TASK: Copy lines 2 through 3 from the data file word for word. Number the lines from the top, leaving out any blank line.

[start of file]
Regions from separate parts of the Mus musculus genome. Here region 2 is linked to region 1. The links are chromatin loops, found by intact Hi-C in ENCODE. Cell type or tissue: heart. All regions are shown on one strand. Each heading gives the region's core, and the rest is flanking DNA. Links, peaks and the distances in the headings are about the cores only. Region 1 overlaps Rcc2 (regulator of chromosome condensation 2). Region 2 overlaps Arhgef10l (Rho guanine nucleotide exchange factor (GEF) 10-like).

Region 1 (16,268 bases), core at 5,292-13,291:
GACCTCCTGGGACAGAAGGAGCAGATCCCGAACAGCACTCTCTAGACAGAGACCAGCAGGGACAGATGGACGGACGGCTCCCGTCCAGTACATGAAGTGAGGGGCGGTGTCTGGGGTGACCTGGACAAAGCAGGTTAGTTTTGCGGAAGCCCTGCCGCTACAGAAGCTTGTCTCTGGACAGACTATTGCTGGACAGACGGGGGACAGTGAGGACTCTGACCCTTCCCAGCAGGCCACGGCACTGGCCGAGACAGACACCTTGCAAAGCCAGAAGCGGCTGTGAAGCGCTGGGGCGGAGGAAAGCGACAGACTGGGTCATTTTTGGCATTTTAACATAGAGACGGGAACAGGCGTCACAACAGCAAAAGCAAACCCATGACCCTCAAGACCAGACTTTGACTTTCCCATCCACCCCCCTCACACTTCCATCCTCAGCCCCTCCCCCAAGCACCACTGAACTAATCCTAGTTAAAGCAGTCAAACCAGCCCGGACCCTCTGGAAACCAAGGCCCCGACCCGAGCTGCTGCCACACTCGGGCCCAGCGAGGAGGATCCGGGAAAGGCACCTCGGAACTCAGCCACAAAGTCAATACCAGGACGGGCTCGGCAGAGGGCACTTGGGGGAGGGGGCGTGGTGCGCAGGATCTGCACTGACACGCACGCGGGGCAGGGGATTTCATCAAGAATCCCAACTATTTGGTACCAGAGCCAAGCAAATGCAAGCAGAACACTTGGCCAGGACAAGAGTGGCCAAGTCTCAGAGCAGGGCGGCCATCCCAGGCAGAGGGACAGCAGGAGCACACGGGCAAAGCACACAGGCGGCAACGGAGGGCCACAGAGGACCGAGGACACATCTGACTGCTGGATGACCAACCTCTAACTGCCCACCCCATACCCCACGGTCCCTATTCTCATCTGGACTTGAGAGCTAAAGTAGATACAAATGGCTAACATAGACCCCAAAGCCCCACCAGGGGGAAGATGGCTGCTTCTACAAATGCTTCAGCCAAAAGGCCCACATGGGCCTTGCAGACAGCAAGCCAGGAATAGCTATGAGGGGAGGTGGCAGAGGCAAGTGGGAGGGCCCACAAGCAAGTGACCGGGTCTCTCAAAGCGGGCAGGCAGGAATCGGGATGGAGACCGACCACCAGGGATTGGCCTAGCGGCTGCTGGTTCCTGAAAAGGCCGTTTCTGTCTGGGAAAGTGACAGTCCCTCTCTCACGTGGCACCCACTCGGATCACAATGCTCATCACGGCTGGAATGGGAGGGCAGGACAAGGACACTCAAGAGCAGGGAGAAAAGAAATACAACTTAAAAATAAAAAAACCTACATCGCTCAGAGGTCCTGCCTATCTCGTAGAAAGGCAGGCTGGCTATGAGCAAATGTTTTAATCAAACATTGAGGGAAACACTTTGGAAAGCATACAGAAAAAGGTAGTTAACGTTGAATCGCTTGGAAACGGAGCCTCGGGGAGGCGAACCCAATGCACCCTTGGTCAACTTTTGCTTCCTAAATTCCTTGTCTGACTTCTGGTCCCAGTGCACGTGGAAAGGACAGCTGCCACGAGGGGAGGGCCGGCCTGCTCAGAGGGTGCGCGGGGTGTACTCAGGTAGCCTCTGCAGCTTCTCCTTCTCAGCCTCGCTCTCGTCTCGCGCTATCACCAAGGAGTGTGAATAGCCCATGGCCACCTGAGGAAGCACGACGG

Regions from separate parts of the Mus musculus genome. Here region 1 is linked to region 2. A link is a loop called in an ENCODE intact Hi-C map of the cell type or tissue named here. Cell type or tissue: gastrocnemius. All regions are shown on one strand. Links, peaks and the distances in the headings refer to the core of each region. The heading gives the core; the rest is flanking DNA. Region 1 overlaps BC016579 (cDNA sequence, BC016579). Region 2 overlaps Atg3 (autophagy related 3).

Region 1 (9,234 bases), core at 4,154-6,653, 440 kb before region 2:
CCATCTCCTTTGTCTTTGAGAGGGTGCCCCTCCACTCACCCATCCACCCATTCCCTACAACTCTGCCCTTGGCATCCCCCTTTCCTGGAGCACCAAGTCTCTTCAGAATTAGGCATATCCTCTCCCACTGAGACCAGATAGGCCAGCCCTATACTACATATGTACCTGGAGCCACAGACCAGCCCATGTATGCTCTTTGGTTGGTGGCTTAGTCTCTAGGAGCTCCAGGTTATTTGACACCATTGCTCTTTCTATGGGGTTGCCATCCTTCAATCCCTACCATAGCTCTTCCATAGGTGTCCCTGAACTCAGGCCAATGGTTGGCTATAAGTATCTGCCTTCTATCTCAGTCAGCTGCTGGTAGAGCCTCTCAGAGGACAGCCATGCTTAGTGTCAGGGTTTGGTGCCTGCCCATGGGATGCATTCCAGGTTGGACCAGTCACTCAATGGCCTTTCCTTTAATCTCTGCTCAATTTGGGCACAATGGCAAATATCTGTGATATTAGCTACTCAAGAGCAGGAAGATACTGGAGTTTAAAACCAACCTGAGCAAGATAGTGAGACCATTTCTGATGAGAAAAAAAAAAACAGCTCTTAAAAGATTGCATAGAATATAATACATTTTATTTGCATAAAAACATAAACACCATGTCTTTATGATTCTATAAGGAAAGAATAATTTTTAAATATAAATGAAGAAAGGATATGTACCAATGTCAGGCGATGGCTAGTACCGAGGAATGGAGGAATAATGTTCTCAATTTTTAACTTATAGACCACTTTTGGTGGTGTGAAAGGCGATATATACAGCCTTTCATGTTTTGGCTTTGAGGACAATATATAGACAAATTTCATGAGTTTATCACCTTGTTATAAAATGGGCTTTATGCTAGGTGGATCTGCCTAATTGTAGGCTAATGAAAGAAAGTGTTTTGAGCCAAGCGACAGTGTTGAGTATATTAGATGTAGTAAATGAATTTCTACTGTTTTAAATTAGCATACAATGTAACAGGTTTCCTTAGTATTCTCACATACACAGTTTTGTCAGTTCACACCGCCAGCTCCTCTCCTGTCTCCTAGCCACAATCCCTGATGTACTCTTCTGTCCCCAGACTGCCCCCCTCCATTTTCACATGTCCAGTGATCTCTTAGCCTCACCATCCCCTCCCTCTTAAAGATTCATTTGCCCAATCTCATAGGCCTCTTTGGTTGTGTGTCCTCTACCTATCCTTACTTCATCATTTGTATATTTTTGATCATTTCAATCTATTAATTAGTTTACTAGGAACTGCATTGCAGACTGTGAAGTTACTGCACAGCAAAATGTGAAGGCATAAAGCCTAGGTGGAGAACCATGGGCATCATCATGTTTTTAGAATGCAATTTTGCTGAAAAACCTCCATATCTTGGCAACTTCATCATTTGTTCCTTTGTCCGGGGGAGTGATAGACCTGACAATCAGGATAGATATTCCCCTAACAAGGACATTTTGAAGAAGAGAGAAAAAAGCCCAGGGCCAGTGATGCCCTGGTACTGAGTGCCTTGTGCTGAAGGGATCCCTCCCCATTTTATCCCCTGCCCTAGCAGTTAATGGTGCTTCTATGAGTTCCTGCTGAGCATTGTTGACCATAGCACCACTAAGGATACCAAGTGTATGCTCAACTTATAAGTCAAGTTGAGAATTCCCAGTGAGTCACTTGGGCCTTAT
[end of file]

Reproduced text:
Region 1 (16,268 bases), core at 5,292-13,291:
GACCTCCTGGGACAGAAGGAGCAGATCCCGAACAGCACTCTCTAGACAGAGACCAGCAGGGACAGATGGACGGACGGCTCCCGTCCAGTACATGAAGTGAGGGGCGGTGTCTGGGGTGACCTGGACAAAGCAGGTTAGTTTTGCGGAAGCCCTGCCGCTACAGAAGCTTGTCTCTGGACAGACTATTGCTGGACAGACGGGGGACAGTGAGGACTCTGACCCTTCCCAGCAGGCCACGGCACTGGCCGAGACAGACACCTTGCAAAGCCAGAAGCGGCTGTGAAGCGCTGGGGCGGAGGAAAGCGACAGACTGGGTCATTTTTGGCATTTTAACATAGAGACGGGAACAGGCGTCACAACAGCAAAAGCAAACCCATGACCCTCAAGACCAGACTTTGACTTTCCCATCCACCCCCCTCACACTTCCATCCTCAGCCCCTCCCCCAAGCACCACTGAACTAATCCTAGTTAAAGCAGTCAAACCAGCCCGGACCCTCTGGAAACCAAGGCCCCGACCCGAGCTGCTGCCACACTCGGGCCCAGCGAGGAGGATCCGGGAAAGGCACCTCGGAACTCAGCCACAAAGTCAATACCAGGACGGGCTCGGCAGAGGGCACTTGGGGGAGGGGGCGTGGTGCGCAGGATCTGCACTGACACGCACGCGGGGCAGGGGATTTCATCAAGAATCCCAACTATTTGGTACCAGAGCCAAGCAAATGCAAGCAGAACACTTGGCCAGGACAAGAGTGGCCAAGTCTCAGAGCAGGGCGGCCATCCCAGGCAGAGGGACAGCAGGAGCACACGGGCAAAGCACACAGGCGGCAACGGAGGGCCACAGAGGACCGAGGACACATCTGACTGCTGGATGACCAACCTCTAACTGCCCACCCCATACCCCACGGTCCCTATTCTCATCTGGACTTGAGAGCTAAAGTAGATACAAATGGCTAACATAGACCCCAAAGCCCCACCAGGGGGAAGATGGCTGCTTCTACAAATGCTTCAGCCAAAAGGCCCACATGGGCCTTGCAGACAGCAAGCCAGGAATAGCTATGAGGGGAGGTGGCAGAGGCAAGTGGGAGGGCCCACAAGCAAGTGACCGGGTCTCTCAAAGCGGGCAGGCAGGAATCGGGATGGAGACCGACCACCAGGGATTGGCCTAGCGGCTGCTGGTTCCTGAAAAGGCCGTTTCTGTCTGGGAAAGTGACAGTCCCTCTCTCACGTGGCACCCACTCGGATCACAATGCTCATCACGGCTGGAATGGGAGGGCAGGACAAGGACACTCAAGAGCAGGGAGAAAAGAAATACAACTTAAAAATAAAAAAACCTACATCGCTCAGAGGTCCTGCCTATCTCGTAGAAAGGCAGGCTGGCTATGAGCAAATGTTTTAATCAAACATTGAGGGAAACACTTTGGAAAGCATACAGAAAAAGGTAGTTAACGTTGAATCGCTTGGAAACGGAGCCTCGGGGAGGCGAACCCAATGCACCCTTGGTCAACTTTTGCTTCCTAAATTCCTTGTCTGACTTCTGGTCCCAGTGCACGTGGAAAGGACAGCTGCCACGAGGGGAGGGCCGGCCTGCTCAGAGGGTGCGCGGGGTGTACTCAGGTAGCCTCTGCAGCTTCTCCTTCTCAGCCTCGCTCTCGTCTCGCGCTATCACCAAGGAGTGTGAATAGCCCATGGCCACCTGAGGAAGCACGACGG